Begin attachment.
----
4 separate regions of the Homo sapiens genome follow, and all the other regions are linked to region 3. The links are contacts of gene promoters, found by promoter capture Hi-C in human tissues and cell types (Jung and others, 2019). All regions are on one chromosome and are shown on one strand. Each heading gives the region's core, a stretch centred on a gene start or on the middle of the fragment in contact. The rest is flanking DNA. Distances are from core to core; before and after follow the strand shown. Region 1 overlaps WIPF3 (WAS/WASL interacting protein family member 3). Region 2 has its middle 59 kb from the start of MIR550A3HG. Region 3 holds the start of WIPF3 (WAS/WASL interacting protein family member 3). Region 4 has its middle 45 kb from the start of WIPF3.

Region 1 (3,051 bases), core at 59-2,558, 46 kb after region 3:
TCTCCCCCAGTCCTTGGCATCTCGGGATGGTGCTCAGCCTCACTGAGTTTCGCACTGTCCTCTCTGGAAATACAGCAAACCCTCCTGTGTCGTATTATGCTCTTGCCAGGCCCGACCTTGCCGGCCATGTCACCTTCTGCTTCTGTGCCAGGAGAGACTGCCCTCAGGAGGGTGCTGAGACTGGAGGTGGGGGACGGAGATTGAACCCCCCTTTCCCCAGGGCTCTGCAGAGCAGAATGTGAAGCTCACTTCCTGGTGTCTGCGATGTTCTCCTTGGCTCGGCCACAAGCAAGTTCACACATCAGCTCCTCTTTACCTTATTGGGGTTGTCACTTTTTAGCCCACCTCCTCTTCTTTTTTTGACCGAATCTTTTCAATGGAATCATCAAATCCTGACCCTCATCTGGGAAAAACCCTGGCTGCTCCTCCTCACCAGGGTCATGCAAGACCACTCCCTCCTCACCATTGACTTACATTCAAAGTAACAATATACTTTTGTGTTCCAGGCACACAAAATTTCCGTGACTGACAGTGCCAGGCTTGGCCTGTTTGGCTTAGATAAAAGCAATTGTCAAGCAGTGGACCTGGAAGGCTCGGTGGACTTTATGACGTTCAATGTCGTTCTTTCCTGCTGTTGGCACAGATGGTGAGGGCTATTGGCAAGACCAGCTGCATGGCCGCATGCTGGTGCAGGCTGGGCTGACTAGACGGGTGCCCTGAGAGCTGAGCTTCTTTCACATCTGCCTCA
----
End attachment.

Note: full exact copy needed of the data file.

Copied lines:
4 separate regions of the Homo sapiens genome follow, and all the other regions are linked to region 3. The links are contacts of gene promoters, found by promoter capture Hi-C in human tissues and cell types (Jung and others, 2019). All regions are on one chromosome and are shown on one strand. Each heading gives the region's core, a stretch centred on a gene start or on the middle of the fragment in contact. The rest is flanking DNA. Distances are from core to core; before and after follow the strand shown. Region 1 overlaps WIPF3 (WAS/WASL interacting protein family member 3). Region 2 has its middle 59 kb from the start of MIR550A3HG. Region 3 holds the start of WIPF3 (WAS/WASL interacting protein family member 3). Region 4 has its middle 45 kb from the start of WIPF3.

Region 1 (3,051 bases), core at 59-2,558, 46 kb after region 3:
TCTCCCCCAGTCCTTGGCATCTCGGGATGGTGCTCAGCCTCACTGAGTTTCGCACTGTCCTCTCTGGAAATACAGCAAACCCTCCTGTGTCGTATTATGCTCTTGCCAGGCCCGACCTTGCCGGCCATGTCACCTTCTGCTTCTGTGCCAGGAGAGACTGCCCTCAGGAGGGTGCTGAGACTGGAGGTGGGGGACGGAGATTGAACCCCCCTTTCCCCAGGGCTCTGCAGAGCAGAATGTGAAGCTCACTTCCTGGTGTCTGCGATGTTCTCCTTGGCTCGGCCACAAGCAAGTTCACACATCAGCTCCTCTTTACCTTATTGGGGTTGTCACTTTTTAGCCCACCTCCTCTTCTTTTTTTGACCGAATCTTTTCAATGGAATCATCAAATCCTGACCCTCATCTGGGAAAAACCCTGGCTGCTCCTCCTCACCAGGGTCATGCAAGACCACTCCCTCCTCACCATTGACTTACATTCAAAGTAACAATATACTTTTGTGTTCCAGGCACACAAAATTTCCGTGACTGACAGTGCCAGGCTTGGCCTGTTTGGCTTAGATAAAAGCAATTGTCAAGCAGTGGACCTGGAAGGCTCGGTGGACTTTATGACGTTCAATGTCGTTCTTTCCTGCTGTTGGCACAGATGGTGAGGGCTATTGGCAAGACCAGCTGCATGGCCGCATGCTGGTGCAGGCTGGGCTGACTAGACGGGTGCCCTGAGAGCTGAGCTTCTTTCACATCTGCCTCA